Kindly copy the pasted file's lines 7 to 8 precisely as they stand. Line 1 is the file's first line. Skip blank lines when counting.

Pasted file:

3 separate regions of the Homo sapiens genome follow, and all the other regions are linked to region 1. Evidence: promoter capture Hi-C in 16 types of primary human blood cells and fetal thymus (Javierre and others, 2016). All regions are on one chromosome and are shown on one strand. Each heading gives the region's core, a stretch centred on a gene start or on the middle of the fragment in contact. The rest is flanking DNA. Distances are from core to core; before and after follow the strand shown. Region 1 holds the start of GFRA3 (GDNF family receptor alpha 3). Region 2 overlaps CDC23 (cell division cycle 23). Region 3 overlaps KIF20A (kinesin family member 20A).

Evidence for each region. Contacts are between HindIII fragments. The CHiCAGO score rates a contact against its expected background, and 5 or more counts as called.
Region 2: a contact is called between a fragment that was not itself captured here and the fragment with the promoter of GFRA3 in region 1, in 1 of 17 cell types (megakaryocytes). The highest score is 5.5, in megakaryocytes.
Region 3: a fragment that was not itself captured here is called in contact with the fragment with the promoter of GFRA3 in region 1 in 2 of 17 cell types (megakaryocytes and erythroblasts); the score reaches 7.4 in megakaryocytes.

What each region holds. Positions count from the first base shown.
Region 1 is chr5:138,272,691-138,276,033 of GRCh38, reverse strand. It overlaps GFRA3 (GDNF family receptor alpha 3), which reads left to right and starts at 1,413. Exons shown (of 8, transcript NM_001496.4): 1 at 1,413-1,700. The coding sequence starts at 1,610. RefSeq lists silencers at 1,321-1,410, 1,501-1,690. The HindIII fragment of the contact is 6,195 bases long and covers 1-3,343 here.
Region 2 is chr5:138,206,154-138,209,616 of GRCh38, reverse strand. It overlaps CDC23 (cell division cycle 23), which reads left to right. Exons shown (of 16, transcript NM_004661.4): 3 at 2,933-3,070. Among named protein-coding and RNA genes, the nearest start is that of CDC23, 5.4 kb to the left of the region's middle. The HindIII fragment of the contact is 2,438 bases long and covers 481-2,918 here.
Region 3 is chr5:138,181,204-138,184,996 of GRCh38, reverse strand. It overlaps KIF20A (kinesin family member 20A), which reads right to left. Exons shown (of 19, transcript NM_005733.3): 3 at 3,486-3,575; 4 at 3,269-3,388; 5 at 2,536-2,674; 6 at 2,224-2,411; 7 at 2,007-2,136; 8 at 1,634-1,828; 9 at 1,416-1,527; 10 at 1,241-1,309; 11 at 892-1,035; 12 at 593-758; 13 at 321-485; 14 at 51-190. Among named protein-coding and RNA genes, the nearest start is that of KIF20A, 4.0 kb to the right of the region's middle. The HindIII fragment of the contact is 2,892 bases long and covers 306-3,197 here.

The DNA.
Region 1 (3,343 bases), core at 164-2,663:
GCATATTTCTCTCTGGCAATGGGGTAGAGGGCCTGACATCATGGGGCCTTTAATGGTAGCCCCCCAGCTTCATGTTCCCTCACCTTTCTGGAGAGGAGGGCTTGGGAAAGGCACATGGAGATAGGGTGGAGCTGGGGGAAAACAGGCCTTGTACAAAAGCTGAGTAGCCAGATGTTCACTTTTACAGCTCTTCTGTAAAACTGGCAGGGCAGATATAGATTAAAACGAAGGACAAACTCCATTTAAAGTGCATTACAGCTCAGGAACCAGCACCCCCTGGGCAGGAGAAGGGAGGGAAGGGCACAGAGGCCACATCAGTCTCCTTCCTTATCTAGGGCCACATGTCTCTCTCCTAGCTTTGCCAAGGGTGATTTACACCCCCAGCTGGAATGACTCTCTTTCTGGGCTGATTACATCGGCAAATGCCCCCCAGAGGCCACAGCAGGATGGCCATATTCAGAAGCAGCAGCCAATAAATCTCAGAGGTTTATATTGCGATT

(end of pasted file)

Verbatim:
Region 2 is chr5:138,206,154-138,209,616 of GRCh38, reverse strand. It overlaps CDC23 (cell division cycle 23), which reads left to right. Exons shown (of 16, transcript NM_004661.4): 3 at 2,933-3,070. Among named protein-coding and RNA genes, the nearest start is that of CDC23, 5.4 kb to the left of the region's middle. The HindIII fragment of the contact is 2,438 bases long and covers 481-2,918 here.
Region 3 is chr5:138,181,204-138,184,996 of GRCh38, reverse strand. It overlaps KIF20A (kinesin family member 20A), which reads right to left. Exons shown (of 19, transcript NM_005733.3): 3 at 3,486-3,575; 4 at 3,269-3,388; 5 at 2,536-2,674; 6 at 2,224-2,411; 7 at 2,007-2,136; 8 at 1,634-1,828; 9 at 1,416-1,527; 10 at 1,241-1,309; 11 at 892-1,035; 12 at 593-758; 13 at 321-485; 14 at 51-190. Among named protein-coding and RNA genes, the nearest start is that of KIF20A, 4.0 kb to the right of the region's middle. The HindIII fragment of the contact is 2,892 bases long and covers 306-3,197 here.